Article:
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Latitude: 57.1434 / 57°8'36"N
Longitude: -2.1337 / 2°8'1"W
OS Eastings: 392010
OS Northings: 805846
OS Grid: NJ920058
Mapcode National: GBR S6F.9G
Mapcode Global: WH9QQ.6Q74
Plus Code: 9C9V4VV8+9G
Entry Name: Langley, 23-27 Forest Road, Aberdeen
Listing Name: 23, 25 and 27 Forest Road at Beaconsfield Place, Langley, Including Gatepiers and Boundary Walls
Listing Date: 17 June 1992
Source: Historic Scotland
Source ID: 355853
Historic Scotland Designation Reference: LB20694
Building Class: Cultural
Electoral Ward: Hazlehead/Queens Cross/Countesswells
Traditional County: Aberdeenshire
Matthews & Mackenzie, 1888; rear addition, William Kelly (of Kelly & Nicol), circa 1905. 2-storey and basement 3-bay villa with substantial addition to E. Rough-faced coursed grey granite to principal elevation of 1888 villa, Aberdeen bond granite rubble to remainder, finely finished dressings and margins. Dark grey rough-faced granite base course and quoins; 1st floor cill course to 1888 villa; eaves course; overhanging eaves; timber bargeboards.
SW (PRINCIPAL) ELEVATION: 1888 villa; asymmetrical; 3-bay; doorway to centre of ground floor, reached by stone steps with railings, panelled timber door flanked by glazed panels and letterbox fanlight, window to 1st floor above; regular fenestration to basement, ground and 1st floors of bay to left, single storey addition to outer left (see below); broad canted bay to right, window to centre of basement floor, window to each of 3 facets at ground and 1st floor.
SE ELEVATION: 1888 villa; asymmetrical; 2-bay; gabled bay to left, conservatory addition at ground floor, 3-light canted oriel corbelled out at 1st floor, regular fenestration to flanking bay to right. Circa 1905 addition adjoining at angle to outer right; asymmetrical; 2-bay; narrow link bay to left, window to ground floor, bipartite window to 1st floor; shallow canted gabled bay to right, tripartite window to ground floor, 3-light corbelled oriel to 1st floor, flanked to left and right by narrow windows with blind trefoil-heads, gablehead harled and jettied out on corbel brackets.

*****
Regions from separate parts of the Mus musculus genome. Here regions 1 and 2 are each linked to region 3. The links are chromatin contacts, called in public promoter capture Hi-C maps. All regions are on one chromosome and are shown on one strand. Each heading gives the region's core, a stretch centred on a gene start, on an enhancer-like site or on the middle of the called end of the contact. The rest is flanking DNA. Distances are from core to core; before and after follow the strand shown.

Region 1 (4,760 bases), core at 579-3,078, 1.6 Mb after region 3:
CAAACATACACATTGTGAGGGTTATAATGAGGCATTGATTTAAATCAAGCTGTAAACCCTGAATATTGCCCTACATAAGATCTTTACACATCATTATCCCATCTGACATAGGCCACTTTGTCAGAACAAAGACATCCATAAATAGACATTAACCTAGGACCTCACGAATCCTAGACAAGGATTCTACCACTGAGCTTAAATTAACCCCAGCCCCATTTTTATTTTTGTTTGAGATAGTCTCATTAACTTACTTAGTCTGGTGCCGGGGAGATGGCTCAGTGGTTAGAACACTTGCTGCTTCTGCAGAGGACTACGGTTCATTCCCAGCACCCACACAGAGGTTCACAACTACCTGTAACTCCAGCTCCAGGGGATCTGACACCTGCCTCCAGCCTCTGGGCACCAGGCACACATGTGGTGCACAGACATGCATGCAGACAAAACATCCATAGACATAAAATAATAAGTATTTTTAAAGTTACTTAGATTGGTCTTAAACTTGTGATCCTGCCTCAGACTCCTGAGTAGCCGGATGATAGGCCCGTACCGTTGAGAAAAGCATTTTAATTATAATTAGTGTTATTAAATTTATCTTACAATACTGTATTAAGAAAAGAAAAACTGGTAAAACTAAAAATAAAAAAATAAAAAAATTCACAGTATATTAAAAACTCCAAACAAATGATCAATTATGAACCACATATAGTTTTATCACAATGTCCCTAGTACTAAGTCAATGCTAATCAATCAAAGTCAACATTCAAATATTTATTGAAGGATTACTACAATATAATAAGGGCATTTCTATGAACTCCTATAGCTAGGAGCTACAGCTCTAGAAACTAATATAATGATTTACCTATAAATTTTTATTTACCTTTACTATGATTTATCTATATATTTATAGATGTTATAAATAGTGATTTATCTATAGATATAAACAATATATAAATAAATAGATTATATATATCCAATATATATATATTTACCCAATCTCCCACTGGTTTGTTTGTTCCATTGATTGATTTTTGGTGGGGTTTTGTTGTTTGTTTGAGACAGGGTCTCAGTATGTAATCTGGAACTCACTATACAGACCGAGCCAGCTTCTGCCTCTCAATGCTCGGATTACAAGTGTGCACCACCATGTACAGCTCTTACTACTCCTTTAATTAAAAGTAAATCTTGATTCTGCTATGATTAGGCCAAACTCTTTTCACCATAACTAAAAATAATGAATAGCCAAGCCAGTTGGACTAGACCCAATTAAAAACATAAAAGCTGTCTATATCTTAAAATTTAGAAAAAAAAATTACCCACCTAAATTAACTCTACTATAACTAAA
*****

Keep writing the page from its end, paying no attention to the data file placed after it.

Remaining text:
NE ELEVATION: 1905 addition obscures 1888 villa; timber conservatory linked to ground floor by modern flat-roofed glazed block; window to right of 1st floor; advanced flue of wallhead stack through ground and 1st floors breaking eaves.
NW ELEVATION: 1888 villa to right; 2-bay; blank gabled bay to right, piend-roofed garage addition to right of ground floor, panelled door to Forest Road, purple-grey slate roof with terracotta ridges, lean-to addition to left return, window to 1st floor above; recessed bay flanking to left, obscured by various additions. 1905 addition adjoining at angle to outer left, facing N, irregularly placed door and window openings, gabled bay to left with harled gablehead.
Predominantly timber sash and case windows, plate glass lower pane and decoratively leaded upper sash to 1888 villa; some replacement PVCu glazing to 1905 addition. Grey slate roof with lead ridges. Coped gablehead and wallhead stacks with circular cans. Cast-iron rainwater goods.
INTERIOR: fine moulded ceilings; some fire surrounds; panelled timber doors, architraves and mouldings survive; staircase removed.
GATEPIERS AND BOUNDARY WALLS: 2 pairs of square-plan gatepiers, with corniced caps to W, flanked by low coped Aberdeen bond boundary walls to W and N; coped rubble walls to remainder.
Forest Road is built on the site of Stocket Forest, hence the appropriate name which was chosen by Sir Alexander Anderson, Lord Provost at the time. James Matthews (1820-1898) and Alexander Marshall Mackenzie (1848-1933) became partners in 1877, although Mackenzie had trained with Matthews some years before. From the beginning of the 19th century Aberdeen rapidly expanded westwards from Union Street. Langley is part of the later 19th century development W of Queen's Cross. Streets became wider and villas with substantial gardens often replaced terraces. Prestigious architects, such as Mackenzie & Matthews, were often employed to produce bold and unusual designs to reflect the wealth and individuality of the clients.
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